August 24, 2018 / 1:31 PM / 3 months ago

China central bank adjusts yuan fix factors to keep FX market stable

BEIJING/SHANGHAI (Reuters) - China’s central bank said on Friday that it was adjusting its methodology for fixing the yuan’s daily midpoint in order to keep the currency market stable, amid broad dollar strength and ongoing trade tensions between Washington and Beijing.

FILE PHOTO: A China yuan note is seen in this illustration photo May 31, 2017. REUTERS/Thomas White/Illustration/File Photo

The yuan CNY=CFXS surged more than 400 pips to trade at 6.8412 against the U.S. dollar as of 1255 GMT in late night trading after the People's Bank of China (PBOC) announced the change on Friday.

But the currency has still depreciated by about 5 percent since the start of the year, partly reflecting concerns over debt levels in the economy, and gloomier prospects for economic growth and exports due to China’s escalating trade dispute with the United States.

The PBOC said the “pro-cyclical market sentiment” driving the yuan’s slide had persuaded it to resume use of a “counter-cyclical factor” when it fixes the yuan’s daily mid-point.

“Affected by the recent strong dollar index and trade frictions, there have been some pro-cyclical activities in the foreign exchange market,” the PBOC said.

The central bank said the revival of the “counter-cyclical factor” would help the yuan to remain basically stable at a reasonable and balanced level.

The PBOC announcement confirmed a Reuters story earlier in the session.

Analysts say the PBOC’s aim would be to stop a herd mentality from developing in the currency market, which would run the risk of accelerated capital outflows.

Several analysts suspected it was a precautionary move by the PBOC to bolster the yuan while the trade row with Washington drags on.

“There was no breakthrough in the Sino-U.S. trade talks, and the negotiations between the two sides are expected to become a protracted war. The central bank has to take out measures step by step to stabilize the exchange rate,” said Ken Cheung, senior Asian FX strategist at Miuzho Bank in Hong Kong.

“Whether the yuan will start to appreciate is still largely dependent on the progress of the trade war.”

U.S. and Chinese officials ended two days of talks on Thursday, with no major breakthrough as their trade war escalated with activation of another round of dueling tariffs on $16 billion worth of each country’s goods.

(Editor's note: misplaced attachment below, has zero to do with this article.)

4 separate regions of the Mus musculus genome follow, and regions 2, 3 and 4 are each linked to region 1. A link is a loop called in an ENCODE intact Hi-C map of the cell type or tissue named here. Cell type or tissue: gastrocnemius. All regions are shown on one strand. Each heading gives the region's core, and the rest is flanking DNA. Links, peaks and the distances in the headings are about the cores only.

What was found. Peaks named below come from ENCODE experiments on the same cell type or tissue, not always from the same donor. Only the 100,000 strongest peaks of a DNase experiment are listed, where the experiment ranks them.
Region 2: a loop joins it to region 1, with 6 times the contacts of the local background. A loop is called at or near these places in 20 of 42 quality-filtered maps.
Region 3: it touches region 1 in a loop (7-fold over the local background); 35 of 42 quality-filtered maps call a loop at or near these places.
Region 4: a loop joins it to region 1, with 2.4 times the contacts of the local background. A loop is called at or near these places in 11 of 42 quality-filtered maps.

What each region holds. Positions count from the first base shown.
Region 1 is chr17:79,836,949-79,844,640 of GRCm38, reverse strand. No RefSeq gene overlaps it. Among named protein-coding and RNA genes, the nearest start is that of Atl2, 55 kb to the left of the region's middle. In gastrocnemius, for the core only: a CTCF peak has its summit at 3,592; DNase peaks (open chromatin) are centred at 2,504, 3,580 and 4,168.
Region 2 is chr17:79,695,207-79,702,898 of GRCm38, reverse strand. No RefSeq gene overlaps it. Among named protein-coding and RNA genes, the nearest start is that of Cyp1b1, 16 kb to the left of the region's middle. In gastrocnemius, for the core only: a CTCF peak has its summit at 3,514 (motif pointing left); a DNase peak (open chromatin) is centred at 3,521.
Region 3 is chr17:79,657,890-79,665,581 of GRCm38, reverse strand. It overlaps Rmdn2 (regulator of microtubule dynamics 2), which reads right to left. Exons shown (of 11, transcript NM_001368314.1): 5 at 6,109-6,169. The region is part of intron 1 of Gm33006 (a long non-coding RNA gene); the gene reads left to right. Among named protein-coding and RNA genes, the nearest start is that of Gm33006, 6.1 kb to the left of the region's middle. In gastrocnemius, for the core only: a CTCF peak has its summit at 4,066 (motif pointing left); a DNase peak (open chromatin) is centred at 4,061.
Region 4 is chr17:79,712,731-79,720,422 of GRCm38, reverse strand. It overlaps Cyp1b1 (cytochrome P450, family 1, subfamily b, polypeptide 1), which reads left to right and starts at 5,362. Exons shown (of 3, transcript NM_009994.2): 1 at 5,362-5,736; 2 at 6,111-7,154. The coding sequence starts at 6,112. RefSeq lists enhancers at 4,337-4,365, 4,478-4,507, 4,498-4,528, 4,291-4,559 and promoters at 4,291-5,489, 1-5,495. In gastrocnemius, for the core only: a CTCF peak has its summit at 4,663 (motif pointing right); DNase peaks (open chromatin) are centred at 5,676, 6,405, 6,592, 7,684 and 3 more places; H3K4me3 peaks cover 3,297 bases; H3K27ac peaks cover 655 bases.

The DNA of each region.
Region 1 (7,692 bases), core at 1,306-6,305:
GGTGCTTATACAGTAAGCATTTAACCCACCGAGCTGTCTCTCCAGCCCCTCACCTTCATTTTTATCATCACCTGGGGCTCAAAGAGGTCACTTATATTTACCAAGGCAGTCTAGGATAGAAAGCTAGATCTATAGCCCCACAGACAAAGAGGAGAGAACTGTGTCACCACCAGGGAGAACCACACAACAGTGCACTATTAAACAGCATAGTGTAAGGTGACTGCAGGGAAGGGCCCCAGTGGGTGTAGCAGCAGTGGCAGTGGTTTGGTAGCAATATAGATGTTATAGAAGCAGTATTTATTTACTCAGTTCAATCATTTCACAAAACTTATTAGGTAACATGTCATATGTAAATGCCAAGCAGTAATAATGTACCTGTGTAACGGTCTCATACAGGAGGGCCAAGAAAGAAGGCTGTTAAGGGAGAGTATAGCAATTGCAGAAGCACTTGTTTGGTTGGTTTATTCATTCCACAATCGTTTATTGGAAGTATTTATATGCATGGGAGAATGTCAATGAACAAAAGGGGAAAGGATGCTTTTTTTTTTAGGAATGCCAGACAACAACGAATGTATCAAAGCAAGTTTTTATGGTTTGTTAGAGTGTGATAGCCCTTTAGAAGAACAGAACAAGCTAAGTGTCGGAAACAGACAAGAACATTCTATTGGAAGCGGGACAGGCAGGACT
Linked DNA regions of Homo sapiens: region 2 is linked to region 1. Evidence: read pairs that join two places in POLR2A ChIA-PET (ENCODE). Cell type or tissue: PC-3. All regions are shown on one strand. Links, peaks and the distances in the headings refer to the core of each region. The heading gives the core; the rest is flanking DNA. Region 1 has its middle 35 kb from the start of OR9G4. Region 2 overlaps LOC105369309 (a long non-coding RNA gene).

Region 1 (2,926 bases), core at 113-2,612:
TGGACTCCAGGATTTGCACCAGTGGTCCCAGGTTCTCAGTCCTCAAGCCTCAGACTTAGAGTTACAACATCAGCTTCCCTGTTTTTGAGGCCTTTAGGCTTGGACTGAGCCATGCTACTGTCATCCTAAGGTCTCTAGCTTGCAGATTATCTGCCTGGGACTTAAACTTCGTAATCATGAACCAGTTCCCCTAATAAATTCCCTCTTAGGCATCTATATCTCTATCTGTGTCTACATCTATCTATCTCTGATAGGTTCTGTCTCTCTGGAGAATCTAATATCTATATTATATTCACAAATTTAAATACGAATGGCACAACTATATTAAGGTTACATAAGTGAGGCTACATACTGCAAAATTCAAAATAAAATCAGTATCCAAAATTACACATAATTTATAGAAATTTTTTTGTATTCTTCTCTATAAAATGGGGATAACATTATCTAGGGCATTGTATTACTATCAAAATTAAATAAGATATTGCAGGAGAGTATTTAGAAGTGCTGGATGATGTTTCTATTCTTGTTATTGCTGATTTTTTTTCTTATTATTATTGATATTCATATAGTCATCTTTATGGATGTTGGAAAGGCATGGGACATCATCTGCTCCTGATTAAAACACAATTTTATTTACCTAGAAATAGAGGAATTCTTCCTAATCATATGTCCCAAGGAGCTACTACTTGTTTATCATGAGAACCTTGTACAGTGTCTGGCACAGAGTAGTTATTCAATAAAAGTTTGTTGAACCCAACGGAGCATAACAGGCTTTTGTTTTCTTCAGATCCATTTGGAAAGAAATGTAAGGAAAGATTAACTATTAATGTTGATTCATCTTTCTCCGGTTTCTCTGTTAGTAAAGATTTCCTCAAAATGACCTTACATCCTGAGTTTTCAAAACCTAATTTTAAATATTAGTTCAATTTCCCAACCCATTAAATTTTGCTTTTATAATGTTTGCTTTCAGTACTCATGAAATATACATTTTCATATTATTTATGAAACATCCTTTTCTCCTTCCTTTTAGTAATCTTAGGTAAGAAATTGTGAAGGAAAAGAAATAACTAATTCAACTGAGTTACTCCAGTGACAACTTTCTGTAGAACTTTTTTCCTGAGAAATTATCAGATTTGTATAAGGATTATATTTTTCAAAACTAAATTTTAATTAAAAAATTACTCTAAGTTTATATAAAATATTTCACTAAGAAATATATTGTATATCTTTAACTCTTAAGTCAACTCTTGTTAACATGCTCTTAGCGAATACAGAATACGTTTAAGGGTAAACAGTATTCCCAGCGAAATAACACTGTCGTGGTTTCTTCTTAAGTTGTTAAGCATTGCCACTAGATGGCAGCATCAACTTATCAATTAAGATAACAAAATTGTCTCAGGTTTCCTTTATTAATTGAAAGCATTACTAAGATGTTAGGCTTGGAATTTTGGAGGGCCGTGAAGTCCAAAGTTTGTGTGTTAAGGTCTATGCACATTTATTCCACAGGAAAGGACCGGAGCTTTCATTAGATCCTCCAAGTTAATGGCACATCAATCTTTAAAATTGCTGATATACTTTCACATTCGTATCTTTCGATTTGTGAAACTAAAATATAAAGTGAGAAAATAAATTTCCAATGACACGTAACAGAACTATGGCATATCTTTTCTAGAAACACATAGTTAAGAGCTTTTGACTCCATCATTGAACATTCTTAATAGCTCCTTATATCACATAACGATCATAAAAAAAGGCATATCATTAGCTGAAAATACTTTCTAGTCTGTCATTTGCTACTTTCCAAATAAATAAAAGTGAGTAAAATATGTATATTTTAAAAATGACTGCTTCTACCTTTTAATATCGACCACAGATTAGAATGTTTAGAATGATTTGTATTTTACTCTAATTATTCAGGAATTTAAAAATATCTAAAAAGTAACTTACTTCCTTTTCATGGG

While no deal had been expected by markets, the focus is now shifting to far more sweeping U.S. tariffs, on another $200 billion of Chinese goods, which are expected to go into effect in late September.

At that point, Beijing would have little scope to match any more U.S. measures on a dollar-for-dollar basis, as China imports fewer American goods.

That is fuelling worries Beijing may resort to other forms of retaliation, ranging from actions against U.S. firms in China to allowing the yuan to weaken further.

The PBOC has rolled out a slew of counter-cyclical measures over the past few weeks.

It reinstated a reserve requirement ratio of 20 percent in early August for financial institutions settling foreign exchange forward dollar sales to clients, effectively raising the cost for investors shorting the yuan.

Regulators again on last Thursday barred banks from using some interbank accounts to deposit or lend yuan offshore through free trade zone schemes, two sources with direct knowledge of the matter told Reuters. The changes tightened yuan liquidity offshore and made it more expensive to short the currency.

“The yuan is likely to face some upward correction in the near term to about 6.8 per dollar level,” said a trader at a foreign bank.

The PBOC had reduced the influence of the “counter-cyclical factor” in January to loosen control over the exchange rate, but there Beijing has become more uneasy over the yuan’s depreciation in recent months, according to analysts.

China introduced the “counter-cyclical factor” in 2017 in what regulators said was an effort to better reflect supply and demand, lessen possible “herd effects” in the market and help guide the market to focus more on macroeconomic fundamentals.

Reporting by Reuters Shanghai bureau; Editing by Simon Cameron-Moore

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